Building boom shows biggest U.S. oil hub hasn't lost Its allure
The U.S. petroleum industry is planning to build about 4.8 million barrels of storage capacity and as many as seven new pipelines to move oil to and from the hub. The growth is a reminder of Cushing’s significance as a key trading hub for U.S. and Canadian crudes despite booming exports, according to speakers at last week’s Crude Oil Quality Association meeting in Oklahoma City.
Companies are building up Cushing, the delivery point for West Texas Intermediate futures, even as pricing in Houston is growing in importance for overseas markets. U.S crude exports reached 3.6 million barrels of crude per day during the week ended February 15, the highest since Washington ended restrictions in late 2015.
Six pipeline projects have been planned to move about 2 million barrels a day of crude away from Cushing by the end of 2021, but it’s unlikely they’ll all get built, according to Hillary Stevenson, Genscape Inc’s director of oil market business development. A more conservative estimate would be close to 750,000 barrels a day of new outgoing capacity, she said.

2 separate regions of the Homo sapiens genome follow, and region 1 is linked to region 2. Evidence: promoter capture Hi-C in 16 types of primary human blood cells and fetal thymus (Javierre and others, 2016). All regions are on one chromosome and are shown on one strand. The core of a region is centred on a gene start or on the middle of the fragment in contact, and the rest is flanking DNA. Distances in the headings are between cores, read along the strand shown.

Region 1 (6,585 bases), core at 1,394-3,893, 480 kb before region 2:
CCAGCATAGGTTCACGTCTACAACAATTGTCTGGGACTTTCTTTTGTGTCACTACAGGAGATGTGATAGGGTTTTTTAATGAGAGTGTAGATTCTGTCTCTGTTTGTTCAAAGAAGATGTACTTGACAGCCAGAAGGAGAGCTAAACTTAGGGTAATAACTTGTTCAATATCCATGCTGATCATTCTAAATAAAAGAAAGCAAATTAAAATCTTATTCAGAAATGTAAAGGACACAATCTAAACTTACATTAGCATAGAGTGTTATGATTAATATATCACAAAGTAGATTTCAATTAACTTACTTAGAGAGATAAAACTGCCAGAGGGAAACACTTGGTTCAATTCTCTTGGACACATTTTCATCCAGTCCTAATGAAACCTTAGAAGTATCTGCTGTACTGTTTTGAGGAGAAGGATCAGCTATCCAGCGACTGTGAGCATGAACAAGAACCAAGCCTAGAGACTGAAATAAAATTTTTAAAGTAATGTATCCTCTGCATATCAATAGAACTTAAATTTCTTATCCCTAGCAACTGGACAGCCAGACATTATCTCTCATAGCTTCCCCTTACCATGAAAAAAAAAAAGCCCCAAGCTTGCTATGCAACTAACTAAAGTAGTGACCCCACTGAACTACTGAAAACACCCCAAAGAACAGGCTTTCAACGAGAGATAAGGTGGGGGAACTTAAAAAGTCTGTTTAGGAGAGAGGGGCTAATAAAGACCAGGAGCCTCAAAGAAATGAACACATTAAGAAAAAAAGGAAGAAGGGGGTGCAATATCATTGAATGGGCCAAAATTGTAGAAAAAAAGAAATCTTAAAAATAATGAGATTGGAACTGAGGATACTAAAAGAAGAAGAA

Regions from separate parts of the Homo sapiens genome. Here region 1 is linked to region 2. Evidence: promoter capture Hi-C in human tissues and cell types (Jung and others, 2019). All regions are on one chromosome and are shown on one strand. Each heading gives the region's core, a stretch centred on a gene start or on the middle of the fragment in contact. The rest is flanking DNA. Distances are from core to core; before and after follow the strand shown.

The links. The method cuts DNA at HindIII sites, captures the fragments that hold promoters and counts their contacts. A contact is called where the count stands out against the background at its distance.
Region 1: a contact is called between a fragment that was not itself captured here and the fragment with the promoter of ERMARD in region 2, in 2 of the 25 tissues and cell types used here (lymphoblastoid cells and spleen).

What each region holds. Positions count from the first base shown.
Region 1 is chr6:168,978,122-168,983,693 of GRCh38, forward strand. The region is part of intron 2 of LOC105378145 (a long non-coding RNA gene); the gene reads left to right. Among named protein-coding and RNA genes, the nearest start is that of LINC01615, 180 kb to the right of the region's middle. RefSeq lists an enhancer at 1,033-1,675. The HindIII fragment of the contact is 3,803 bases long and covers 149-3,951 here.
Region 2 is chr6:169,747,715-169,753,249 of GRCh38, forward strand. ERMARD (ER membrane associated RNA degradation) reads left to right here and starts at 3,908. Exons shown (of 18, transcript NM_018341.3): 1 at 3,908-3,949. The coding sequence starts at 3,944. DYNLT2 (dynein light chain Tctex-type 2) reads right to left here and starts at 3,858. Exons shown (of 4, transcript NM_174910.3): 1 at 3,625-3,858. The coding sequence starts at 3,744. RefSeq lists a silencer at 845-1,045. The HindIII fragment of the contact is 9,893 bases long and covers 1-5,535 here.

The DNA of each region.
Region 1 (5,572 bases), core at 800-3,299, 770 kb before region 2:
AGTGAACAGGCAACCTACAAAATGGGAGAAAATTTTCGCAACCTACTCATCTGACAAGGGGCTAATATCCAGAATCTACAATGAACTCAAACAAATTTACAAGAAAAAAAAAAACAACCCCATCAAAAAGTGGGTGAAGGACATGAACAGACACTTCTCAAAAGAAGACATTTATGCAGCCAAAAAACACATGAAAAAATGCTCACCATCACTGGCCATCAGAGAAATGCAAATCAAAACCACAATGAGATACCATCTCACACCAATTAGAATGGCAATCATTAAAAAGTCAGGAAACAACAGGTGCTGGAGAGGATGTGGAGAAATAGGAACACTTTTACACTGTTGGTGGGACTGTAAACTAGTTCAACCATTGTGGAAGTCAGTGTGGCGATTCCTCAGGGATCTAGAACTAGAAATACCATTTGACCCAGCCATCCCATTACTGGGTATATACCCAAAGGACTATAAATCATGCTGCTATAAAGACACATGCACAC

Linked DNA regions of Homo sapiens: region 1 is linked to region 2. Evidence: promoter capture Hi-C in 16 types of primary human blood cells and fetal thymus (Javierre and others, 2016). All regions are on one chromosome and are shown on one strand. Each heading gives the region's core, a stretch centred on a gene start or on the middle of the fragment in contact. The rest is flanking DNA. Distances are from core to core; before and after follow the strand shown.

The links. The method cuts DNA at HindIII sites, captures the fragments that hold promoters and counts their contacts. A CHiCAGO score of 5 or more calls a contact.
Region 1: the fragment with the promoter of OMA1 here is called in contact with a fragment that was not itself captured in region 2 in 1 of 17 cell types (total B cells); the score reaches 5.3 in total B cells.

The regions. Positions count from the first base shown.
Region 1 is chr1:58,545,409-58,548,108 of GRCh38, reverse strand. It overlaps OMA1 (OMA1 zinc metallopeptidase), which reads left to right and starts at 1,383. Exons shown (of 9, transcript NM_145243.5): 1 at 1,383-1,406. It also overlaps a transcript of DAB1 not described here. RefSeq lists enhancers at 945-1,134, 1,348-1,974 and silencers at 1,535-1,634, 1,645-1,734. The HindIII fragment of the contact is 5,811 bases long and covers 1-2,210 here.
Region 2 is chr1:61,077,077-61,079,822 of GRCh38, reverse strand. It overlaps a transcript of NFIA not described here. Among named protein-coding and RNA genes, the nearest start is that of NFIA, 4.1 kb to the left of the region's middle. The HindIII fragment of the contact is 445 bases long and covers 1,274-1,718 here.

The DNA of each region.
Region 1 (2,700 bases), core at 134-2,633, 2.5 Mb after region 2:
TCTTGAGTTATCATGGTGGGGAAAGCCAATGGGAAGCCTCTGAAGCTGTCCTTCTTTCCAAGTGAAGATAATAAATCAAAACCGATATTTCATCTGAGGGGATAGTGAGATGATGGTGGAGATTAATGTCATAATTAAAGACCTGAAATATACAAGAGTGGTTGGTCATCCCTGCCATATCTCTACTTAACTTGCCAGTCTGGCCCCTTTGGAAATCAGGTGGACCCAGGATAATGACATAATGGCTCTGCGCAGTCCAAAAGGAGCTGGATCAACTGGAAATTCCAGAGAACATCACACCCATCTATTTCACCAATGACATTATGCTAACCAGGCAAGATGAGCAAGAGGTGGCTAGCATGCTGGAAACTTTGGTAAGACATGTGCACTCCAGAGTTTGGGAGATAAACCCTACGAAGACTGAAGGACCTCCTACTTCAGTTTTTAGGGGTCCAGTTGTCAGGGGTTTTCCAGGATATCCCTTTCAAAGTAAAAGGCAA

The majority of the new storage is from Keyera Energy Corp’s proposed 4.5 million-barrel Wildhorse terminal that is set to be complete by the middle of next year. Magellan Midstream Partners LP and Plains All American Pipeline LP will also add new storage, Stevenson added.
The U.S. government currently estimates working storage capacity at Cushing at nearly 77 million barrels, told Bloomberg.
Tallgrass Energy LP could build up to 5.5 million barrels of storage at a new Cushing terminal but it may depend on its Seahorse crude pipeline project, Genscape’s Stevenson said in an email. TC Energy Corp and Magellan both have additional tanks permitted in Cushing, but it’s unclear if and when these tanks, which amount to about 2 million barrels in total, would be added. Plains All American also has the ability to add tanks, she added.
Trading volume in Cushing has increased 10% year-on-year with so much happening in the market as well as new output, flooding and outages, said Dan Brusstar, CME Group director of energy research. "We may see storage growing to 100 million barrels soon."